Iowa Football Hosts Networking Night

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Aaron Kampman played 10 seasons in the NFL before moving on with his life. It was the kind of NFL career members of the current University of Iowa football team would love to match.
Kampman, a Hawkeye senior in 2001, shared a dinner table in the Tippie Consensus All Americans Room Thursday night with guys like Toren Young, Ihmir Smith-Marsette, Geno Stone, Michael Ojemudia, Mekhi Sargent, and Amani Jones.
Kampman’s message wasn’t about NFL paychecks or 10-year professional football careers.  It was a much bigger view of life.
“He said that Iowa is going to get you ready for the business side of life,” Ojemudia said.
It was the fifth annual Networking Night, the brainchild of former quarterback Chuck Hartlieb and a way for current team members to get career advice from former Hawkeyes.
“Probably of all the things we’ve done in the last 20-plus years, this event continues to give us the best feedback,” said Iowa head coach Kirk Ferentz. “Our players enjoy it. It has been a good deal, a good initiative.”
Kampman was one of 30 former Hawkeyes who spent Thursday evening talking to members of the current team, offering advice on how to prepare for a career after football.
“It’s tough to make that transition,” Iowa quarterback Nate Stanley said. “Hopefully I don’t have to do that for awhile. But I’ve always thought about my professional career. It’s something my parents have always instilled in me as far as getting an education so I have a great opportunity after sports.”
Stanley is looking to a career in physical therapy after football ends.
“When these guys were in our footsteps, all they wanted to do was play football,” Stanley said. “When that ended for them, it wasn’t the end of their life or their career. That’s when they started their professional lives.”
Guys like Eric Thigpen, who came to Iowa from Thornridge High School in Dolton, Illinois, to letter four seasons as a defensive back (1995-98) under coach Hayden Fry.
“The conversation we had was talking about life after football,” Thigpen said. “Not everyone is going to make it to the NFL. If you do make it, it won’t last. You have to prepare yourself for life after football. They had a lot of questions for us, and we answered them to the best of our ability.
“Hopefully it will have some impact on their lives in the future.”
Thigpen was a sixth-round draft pick by the Atlanta Falcons in 1998, then played in the NFL, CFL and Arena League before hanging up his cleats and moving on with life when he was 25 or 26 years old.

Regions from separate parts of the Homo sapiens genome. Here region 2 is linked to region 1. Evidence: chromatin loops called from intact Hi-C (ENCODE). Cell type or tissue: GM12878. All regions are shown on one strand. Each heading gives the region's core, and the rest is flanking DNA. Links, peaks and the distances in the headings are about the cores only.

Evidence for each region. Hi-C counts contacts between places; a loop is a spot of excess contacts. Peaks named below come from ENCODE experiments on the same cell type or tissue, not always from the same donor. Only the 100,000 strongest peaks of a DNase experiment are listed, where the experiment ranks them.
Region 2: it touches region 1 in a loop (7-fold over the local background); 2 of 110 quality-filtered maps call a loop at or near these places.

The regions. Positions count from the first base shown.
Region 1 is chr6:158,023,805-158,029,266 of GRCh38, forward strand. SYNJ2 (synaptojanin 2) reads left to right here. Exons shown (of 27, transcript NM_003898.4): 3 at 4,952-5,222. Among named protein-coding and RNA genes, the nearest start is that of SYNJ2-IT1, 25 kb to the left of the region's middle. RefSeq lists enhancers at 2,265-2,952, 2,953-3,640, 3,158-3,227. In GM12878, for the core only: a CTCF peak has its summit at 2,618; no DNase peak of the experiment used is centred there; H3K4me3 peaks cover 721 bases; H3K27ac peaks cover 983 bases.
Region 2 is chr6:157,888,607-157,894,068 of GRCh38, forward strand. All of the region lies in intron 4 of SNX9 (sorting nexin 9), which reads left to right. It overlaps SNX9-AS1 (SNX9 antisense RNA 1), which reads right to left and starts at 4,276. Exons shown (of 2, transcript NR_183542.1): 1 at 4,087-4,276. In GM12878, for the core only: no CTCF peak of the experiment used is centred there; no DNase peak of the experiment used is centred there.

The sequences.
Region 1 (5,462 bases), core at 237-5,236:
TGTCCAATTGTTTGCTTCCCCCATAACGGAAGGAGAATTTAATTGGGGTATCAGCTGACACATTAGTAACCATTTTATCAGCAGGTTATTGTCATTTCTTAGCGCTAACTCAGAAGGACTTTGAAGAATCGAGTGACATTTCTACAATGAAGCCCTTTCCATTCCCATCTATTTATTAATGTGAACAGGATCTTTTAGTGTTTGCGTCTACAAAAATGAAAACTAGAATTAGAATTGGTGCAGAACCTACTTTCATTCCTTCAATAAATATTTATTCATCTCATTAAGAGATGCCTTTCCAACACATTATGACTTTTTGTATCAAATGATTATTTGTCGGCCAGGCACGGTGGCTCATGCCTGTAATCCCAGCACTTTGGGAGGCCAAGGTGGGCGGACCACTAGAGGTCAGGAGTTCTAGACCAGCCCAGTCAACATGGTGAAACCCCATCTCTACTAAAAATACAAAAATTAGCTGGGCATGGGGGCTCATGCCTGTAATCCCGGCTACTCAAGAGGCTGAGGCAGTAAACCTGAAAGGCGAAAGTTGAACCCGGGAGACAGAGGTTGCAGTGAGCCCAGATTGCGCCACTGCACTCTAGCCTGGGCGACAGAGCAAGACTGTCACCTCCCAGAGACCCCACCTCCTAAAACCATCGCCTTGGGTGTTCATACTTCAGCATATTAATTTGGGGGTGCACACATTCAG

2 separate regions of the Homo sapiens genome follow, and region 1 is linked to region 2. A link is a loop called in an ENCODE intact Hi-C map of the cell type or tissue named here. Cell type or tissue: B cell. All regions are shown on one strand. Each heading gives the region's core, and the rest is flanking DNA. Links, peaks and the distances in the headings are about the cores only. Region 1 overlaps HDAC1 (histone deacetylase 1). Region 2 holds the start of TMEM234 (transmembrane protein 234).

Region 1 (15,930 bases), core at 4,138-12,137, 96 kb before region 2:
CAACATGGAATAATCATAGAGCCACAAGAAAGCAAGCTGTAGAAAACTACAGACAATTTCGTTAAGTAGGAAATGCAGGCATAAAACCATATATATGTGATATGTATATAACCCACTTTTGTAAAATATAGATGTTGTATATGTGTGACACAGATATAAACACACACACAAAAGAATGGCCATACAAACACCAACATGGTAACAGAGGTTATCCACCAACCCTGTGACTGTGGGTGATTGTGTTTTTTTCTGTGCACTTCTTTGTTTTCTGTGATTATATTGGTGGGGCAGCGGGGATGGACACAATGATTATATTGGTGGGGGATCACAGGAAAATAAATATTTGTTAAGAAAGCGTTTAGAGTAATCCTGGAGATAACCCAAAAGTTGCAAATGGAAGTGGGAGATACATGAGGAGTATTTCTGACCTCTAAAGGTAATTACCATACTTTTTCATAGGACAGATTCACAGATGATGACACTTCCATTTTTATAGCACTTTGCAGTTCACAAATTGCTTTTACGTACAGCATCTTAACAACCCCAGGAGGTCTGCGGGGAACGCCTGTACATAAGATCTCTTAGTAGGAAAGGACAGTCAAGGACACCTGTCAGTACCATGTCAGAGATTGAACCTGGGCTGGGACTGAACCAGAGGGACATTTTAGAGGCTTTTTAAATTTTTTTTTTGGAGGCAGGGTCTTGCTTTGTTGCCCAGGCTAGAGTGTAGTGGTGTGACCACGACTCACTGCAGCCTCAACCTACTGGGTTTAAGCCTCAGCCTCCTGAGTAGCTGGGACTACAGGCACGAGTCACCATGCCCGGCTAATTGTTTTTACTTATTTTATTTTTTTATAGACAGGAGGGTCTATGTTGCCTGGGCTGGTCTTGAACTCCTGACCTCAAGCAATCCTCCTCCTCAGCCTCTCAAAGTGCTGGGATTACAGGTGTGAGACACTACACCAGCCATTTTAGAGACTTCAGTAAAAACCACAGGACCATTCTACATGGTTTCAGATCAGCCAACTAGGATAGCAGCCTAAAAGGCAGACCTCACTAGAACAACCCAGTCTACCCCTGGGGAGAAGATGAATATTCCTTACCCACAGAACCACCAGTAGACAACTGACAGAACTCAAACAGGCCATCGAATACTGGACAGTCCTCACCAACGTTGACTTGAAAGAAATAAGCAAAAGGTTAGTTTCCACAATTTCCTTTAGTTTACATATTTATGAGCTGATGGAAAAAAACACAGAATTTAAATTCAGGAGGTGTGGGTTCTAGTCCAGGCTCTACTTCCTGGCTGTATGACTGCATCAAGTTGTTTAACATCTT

“At that point in time it wasn’t hard,” said Thigpen, who is now in pharmaceutical sales and lives in North Liberty. “I knew I couldn’t play the game forever. Coach Fry always told us he was going to make sure we got our degree. I’m glad he stayed on us about that, and it paid off.”
That same message still resonates at Iowa under Ferentz.
“I’m not saying you have to have a college degree to be successful or be happy,” Ferentz said. “I’m not suggesting that at all, but all our guys have the opportunity to (get a degree).  It’s their choice. It puts you in position to go to your next step.”
Some members of the current roster have already decided their career path after college. Senior fullback Brady Ross is going to be a financial advisor.
“I’m passionate about it,” Ross said. “I think a lot of people need help with it. I was fortunate enough to job shadow someone in Humboldt (his hometown) when I was in high school, and it was something I thought I’d like to do.”
In Ross’ case, life will imitate football. As a fullback, his job is to do the dirty work in the trenches to make the offense click.
“Everyone on the football team is trying to help out their buddy,” Ross said. “That’s what a financial advisor is all about.”
Ojemudia, a senior defensive back, said his goal right now is to follow football’s path as far as it takes him, but he has a fallback plan. He’s an engineering major.
“After football there’s the realization that that you have to do what you love in life,” Ojemudia said. “I’m an engineer. My passion is cars.”
Ojemudia wants to do external designs on cars and follow his father’s footsteps. Dennis Ojemudia was an engineer for the Ford Motor Company.
Professional football took a physical toll on Anthony Herron, who played for both Fry and Ferentz at Iowa. He also played professionally in the NFL and Arena Football, before his body put up the white flag to surrender.
“It was difficult for me,” Herron said. “I was always banged up. The mortality of my football career was always in my subconscious somewhere, but I never wanted to fully accept it or recognize it until I got later in my career.”
Herron now has a wide-ranging media career, from his work for the Pac-12 Network to doing Chicago Bears postgame work. He also has a show on SiriusXM Radio.
Herron offered a fountain of information to members of the Iowa football team Thursday night.
“I had them all open their notebook and write the word internship at the top of the page,” Herron said. “Beyond that I added some side notes, like (job) shadowing someone, or having a moment when you can pick someone’s brain.”
Football, Herron told them, won’t last forever.
“At some point your career is going to be over,” Herron said. “You’re going to want to maximize whatever you develop while you are here, as much as you can.” 

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